Your Retirement Depends On Economic Growth
Let me throw out a wild idea that many will probably reject: The average citizen’s ability to retire is entirely dependent on economic growth.
I probably need to explain this a little further — Most individuals use standard 401k investment plans and have low retirement savings rates (~10%). Their retirement plan assumes enough stock market growth over 30 years to cover their retirement.
But what if it didn’t grow? I believe the vast majority of people won’t have enough saved for retirement if the stock market stays flat for an extended period of time (i.e. secular stagnation).
In a flat economy, stock prices really shouldn’t go up because earnings won’t be going up. They’ll bounce around, positive one year and negative another year. On average, real investment gains after expenses are going to be minimal.
Let’s not forget either — most retirement plans utilize some form of withdrawal rate because retirees frequently spend down capital, not just investment income.
Under such a scenario, the choice a retiree has is to either: 1. Continuously draw down precious capital. 2. Live on interest and dividends alone (however small). 3. Go back to work.
None of these are bad strategies, just make certain they’re the strategy you actually WANT rather than the one you are FORCED to take.
What About The 4% Rule?
Personal Finance bloggers love to hold up the 4% rule as the “safe point” when savings are great enough to retire. The Trinity Study created this magic number by back-testing stock market returns from 1925 to 1995….and the vast majority of those back tested years were periods of greater GDP growth (with the exception of the Great Depression).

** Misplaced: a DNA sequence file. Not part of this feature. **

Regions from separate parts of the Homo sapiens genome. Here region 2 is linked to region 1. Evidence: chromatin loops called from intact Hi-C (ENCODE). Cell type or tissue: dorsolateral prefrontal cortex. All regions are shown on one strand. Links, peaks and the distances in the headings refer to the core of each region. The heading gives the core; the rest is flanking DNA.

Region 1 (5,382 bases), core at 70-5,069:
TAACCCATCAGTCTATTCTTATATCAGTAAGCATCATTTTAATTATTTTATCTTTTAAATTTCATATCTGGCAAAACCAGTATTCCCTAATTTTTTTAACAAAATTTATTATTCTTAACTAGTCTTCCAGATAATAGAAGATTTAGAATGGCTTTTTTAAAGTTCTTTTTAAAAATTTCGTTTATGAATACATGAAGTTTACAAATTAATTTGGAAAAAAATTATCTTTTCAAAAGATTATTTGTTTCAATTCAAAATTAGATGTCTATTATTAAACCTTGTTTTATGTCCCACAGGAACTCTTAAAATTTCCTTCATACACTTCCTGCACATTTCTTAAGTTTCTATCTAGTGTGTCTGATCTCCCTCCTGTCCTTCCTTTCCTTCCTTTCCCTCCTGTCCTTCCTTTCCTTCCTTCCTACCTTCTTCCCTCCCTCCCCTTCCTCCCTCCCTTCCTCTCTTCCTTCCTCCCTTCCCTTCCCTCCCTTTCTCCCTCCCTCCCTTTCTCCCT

I’ve argued in the past that the Trinity Study is actually pretty optimistic given current GDP growth rates (which are half of historical averages).
Think about it….why would the stock market provide similar results for retirees when economic growth is half of what it used to be?
Hell, even John Bogle (the founder of Vanguard) is suggesting returns are going to be lower in the future. He believes returns of 4 to 5% may be the new normal.
When smart people talk, I try to listen. Maybe you should too?
Hope, Optimism and Planning
You’ve probably heard the phrase “Hope for the best, but plan for the worst” at least once in your lifetime. I think it’s good advice.
For myself, I’m optimistic that things will turn around. Whichever candidate gets elected tonight, I hope they kick-off a new era of economic growth and prosperity. My hope is that the future will be brighter tomorrow than it is today.
But when it comes to planning my financial life, I’m far more cautious. What worked “theoretically” in the past may not work in the future. I prefer to base my plan on data, not hope.
I think my family’s financial plan can handle a potential future with lower market returns: We’ve adopted the 3% rule for planned retirement spending and we’re attempting to live off investment income, not capital. The numbers indicate it should be enough.
Some personal finance bloggers like Stockbeard @ HowToRetireEarly tell me I’m overly conservative. Maybe he’s right. If he is, it’s one of those instances where being wrong is going to feel pretty damn awesome.
I’ll be overjoyed if economic growth improves and stock market gains continue at rates similar to those seen in the past.
Live long and prosper.
What do you think? Are we in a period of secular stagnation? Are we doomed to decades of economic stagnation like Japan?